# How to test for overflow when multiplying floats

I am trying to implement a 3-term recurrence relation: $$p_{n+1} = ap_n + bp_{n-1}$$ This can be implemented as

  p0 = P0 // starting value p_0
p1 = P1 // starting value p_1
loop n = 2,...,N
pn = a*p1 + b*p0
p0 = p1
p1 = pn


Depending on $$(a,b)$$ and also the stopping point $$N$$, this can sometimes overflow, and I would like to detect such a failure. I believe it is bad form to simply let the loop run to completion and then use something like isfinite to check the final value.

A more elegant method would be to somehow test whether the term a*p1 + b*p0 will exceed the floating point maximum (DBL_MAX = 1.7976931348623157e+308) prior to computing it. I could not find much information about this online, so does anyone have suggestions?

One idea I had, was suppose we are just dealing with the first term $$a p_n$$. Then we could test: $$\log{|a p_n|} > \log{\textrm{DBL_MAX}}$$ or $$\log{|a|} + \log{|p_n}| > \log{\text{DBL_MAX}}$$ It seems that this test would work even if $$a p_n$$ is not representable as a floating point number. I'm not sure how to extend this test to the general case $$a p_n + b p_{n-1}$$, or even if this test will account for all possible failure cases in double precision.

• That's exactly what infinity and NaN values are there fore: To let you check for overflows and for worse problems. Use them. – gnasher729 Feb 2 '19 at 22:20

I want to further emphasize and underscore gnasher729's comment which is completely correct. NaN and Infinity were added exactly so you wouldn't need to do such checks all the time. That is, they were added to you wouldn't need to do exactly the thing you are suggesting doing. One of the consequences is that it often is the right thing to do to just blindly continue a calculation, checking whether it has overflowed or produced NaN only when you need to make a decision based on the result.

There are at least a few reasons it is this way. First, as you are starting to see, it can complicate your code quite a bit to attempt to preemptively detect potential errors. Second, such checking code tends to significantly slow down computation1. This is especially bad as the vast majority of the time you will not overflow, and so these checks are just wastes of time. Adding early abort code is then optimizing for a very rare case at the significant expense of the vastly more common case. Third, many aspects of IEEE754 have been carefully designed to behave sensibly even in "error" cases. Often this allows correct results despite overflows in intermediate calculations and allows even more error checking code to be eliminated as well as expanding the domain of operations. For example, dividing a finite number by Infinity doesn't cause an error but instead produces a (signed) 0, which is likely the desired result.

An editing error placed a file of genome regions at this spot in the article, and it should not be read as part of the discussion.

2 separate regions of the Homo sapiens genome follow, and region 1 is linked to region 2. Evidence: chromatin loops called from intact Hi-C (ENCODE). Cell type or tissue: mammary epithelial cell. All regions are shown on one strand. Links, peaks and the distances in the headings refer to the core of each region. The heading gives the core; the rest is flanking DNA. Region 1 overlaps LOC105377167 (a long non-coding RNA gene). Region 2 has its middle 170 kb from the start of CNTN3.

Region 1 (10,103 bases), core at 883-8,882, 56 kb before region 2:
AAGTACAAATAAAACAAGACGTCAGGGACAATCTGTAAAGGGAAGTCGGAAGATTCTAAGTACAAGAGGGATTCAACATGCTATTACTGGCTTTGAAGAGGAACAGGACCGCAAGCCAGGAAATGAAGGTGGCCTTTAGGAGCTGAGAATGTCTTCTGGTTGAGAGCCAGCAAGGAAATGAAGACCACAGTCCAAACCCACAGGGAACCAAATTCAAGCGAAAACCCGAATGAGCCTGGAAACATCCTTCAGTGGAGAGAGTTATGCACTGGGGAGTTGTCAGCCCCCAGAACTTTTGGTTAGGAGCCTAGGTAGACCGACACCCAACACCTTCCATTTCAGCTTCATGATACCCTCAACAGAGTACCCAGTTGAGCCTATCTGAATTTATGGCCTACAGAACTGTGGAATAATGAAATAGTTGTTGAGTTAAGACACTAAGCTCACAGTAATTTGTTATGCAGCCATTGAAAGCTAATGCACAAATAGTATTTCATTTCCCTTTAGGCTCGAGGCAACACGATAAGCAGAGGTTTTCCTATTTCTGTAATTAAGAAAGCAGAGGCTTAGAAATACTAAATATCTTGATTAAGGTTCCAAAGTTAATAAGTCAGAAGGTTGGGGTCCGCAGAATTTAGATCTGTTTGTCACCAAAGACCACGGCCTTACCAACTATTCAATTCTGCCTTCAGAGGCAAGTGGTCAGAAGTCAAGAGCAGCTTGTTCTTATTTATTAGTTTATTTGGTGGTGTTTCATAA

So, to reiterate gnasher729's comment, the way you test for overflow when multiplying IEEE754 floating point numbers is by multiplying them and then checking whether they've overflowed. And you shouldn't even do that that often. You should only check for overflow when you need to make a code branch based on the decision2, and otherwise you should just let the error values propagate.

1 This especially true for SIMD architectures such as GPUs. GPUs are much happier doing the same thing to a bunch of data in parallel than doing different things in data dependent ways.

2 These code branches may be hidden, e.g. while calling a print routine may not require a branch in your code, there is one in the print routine to know whether to display "Infinity" or not. Therefore, you should check for overflow before printing assuming you want a behavior other than printing "Infinity", et cetera.

I found a solution, though I don't know if it is optimal. One could apply the following test:

if (fabs(p1) > DBL_MAX / fabs(a) || fabs(p0) > DBL_MAX / fabs(b)) { // overflow }


This would catch the error before it actually occurs. Though as gnasher says in his comments, one could do the operation, and then check afterward if the result is inf or nan. I don't know which method is considered better.

One consideration could be checking how long it takes to apply the above test vs calling isfinite. I don't know if one method is more optimal than the other.